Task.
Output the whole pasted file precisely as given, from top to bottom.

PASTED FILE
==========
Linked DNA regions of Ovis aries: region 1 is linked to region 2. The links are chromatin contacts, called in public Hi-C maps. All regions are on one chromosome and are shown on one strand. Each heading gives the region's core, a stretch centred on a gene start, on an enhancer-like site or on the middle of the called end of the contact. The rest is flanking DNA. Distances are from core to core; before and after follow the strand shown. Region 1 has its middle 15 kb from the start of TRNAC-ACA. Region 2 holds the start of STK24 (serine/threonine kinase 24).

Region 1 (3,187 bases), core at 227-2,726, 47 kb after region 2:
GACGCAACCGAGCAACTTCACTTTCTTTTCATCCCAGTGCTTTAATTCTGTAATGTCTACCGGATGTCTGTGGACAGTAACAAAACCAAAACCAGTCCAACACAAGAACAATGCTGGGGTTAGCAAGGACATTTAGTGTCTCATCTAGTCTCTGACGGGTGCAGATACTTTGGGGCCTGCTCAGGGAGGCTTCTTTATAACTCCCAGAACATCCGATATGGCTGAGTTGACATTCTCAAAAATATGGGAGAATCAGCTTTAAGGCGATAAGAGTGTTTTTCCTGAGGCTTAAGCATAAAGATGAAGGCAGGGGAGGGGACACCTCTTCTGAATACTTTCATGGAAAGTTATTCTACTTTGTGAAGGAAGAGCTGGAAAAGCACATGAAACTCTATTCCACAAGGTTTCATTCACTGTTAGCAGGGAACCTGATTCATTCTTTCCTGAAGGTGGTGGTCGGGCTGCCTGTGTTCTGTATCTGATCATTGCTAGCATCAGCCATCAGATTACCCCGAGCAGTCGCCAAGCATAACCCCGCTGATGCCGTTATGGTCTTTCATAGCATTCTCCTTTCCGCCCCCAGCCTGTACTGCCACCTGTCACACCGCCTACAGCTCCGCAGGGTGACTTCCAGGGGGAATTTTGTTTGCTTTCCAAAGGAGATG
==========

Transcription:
Linked DNA regions of Ovis aries: region 1 is linked to region 2. The links are chromatin contacts, called in public Hi-C maps. All regions are on one chromosome and are shown on one strand. Each heading gives the region's core, a stretch centred on a gene start, on an enhancer-like site or on the middle of the called end of the contact. The rest is flanking DNA. Distances are from core to core; before and after follow the strand shown. Region 1 has its middle 15 kb from the start of TRNAC-ACA. Region 2 holds the start of STK24 (serine/threonine kinase 24).

Region 1 (3,187 bases), core at 227-2,726, 47 kb after region 2:
GACGCAACCGAGCAACTTCACTTTCTTTTCATCCCAGTGCTTTAATTCTGTAATGTCTACCGGATGTCTGTGGACAGTAACAAAACCAAAACCAGTCCAACACAAGAACAATGCTGGGGTTAGCAAGGACATTTAGTGTCTCATCTAGTCTCTGACGGGTGCAGATACTTTGGGGCCTGCTCAGGGAGGCTTCTTTATAACTCCCAGAACATCCGATATGGCTGAGTTGACATTCTCAAAAATATGGGAGAATCAGCTTTAAGGCGATAAGAGTGTTTTTCCTGAGGCTTAAGCATAAAGATGAAGGCAGGGGAGGGGACACCTCTTCTGAATACTTTCATGGAAAGTTATTCTACTTTGTGAAGGAAGAGCTGGAAAAGCACATGAAACTCTATTCCACAAGGTTTCATTCACTGTTAGCAGGGAACCTGATTCATTCTTTCCTGAAGGTGGTGGTCGGGCTGCCTGTGTTCTGTATCTGATCATTGCTAGCATCAGCCATCAGATTACCCCGAGCAGTCGCCAAGCATAACCCCGCTGATGCCGTTATGGTCTTTCATAGCATTCTCCTTTCCGCCCCCAGCCTGTACTGCCACCTGTCACACCGCCTACAGCTCCGCAGGGTGACTTCCAGGGGGAATTTTGTTTGCTTTCCAAAGGAGATG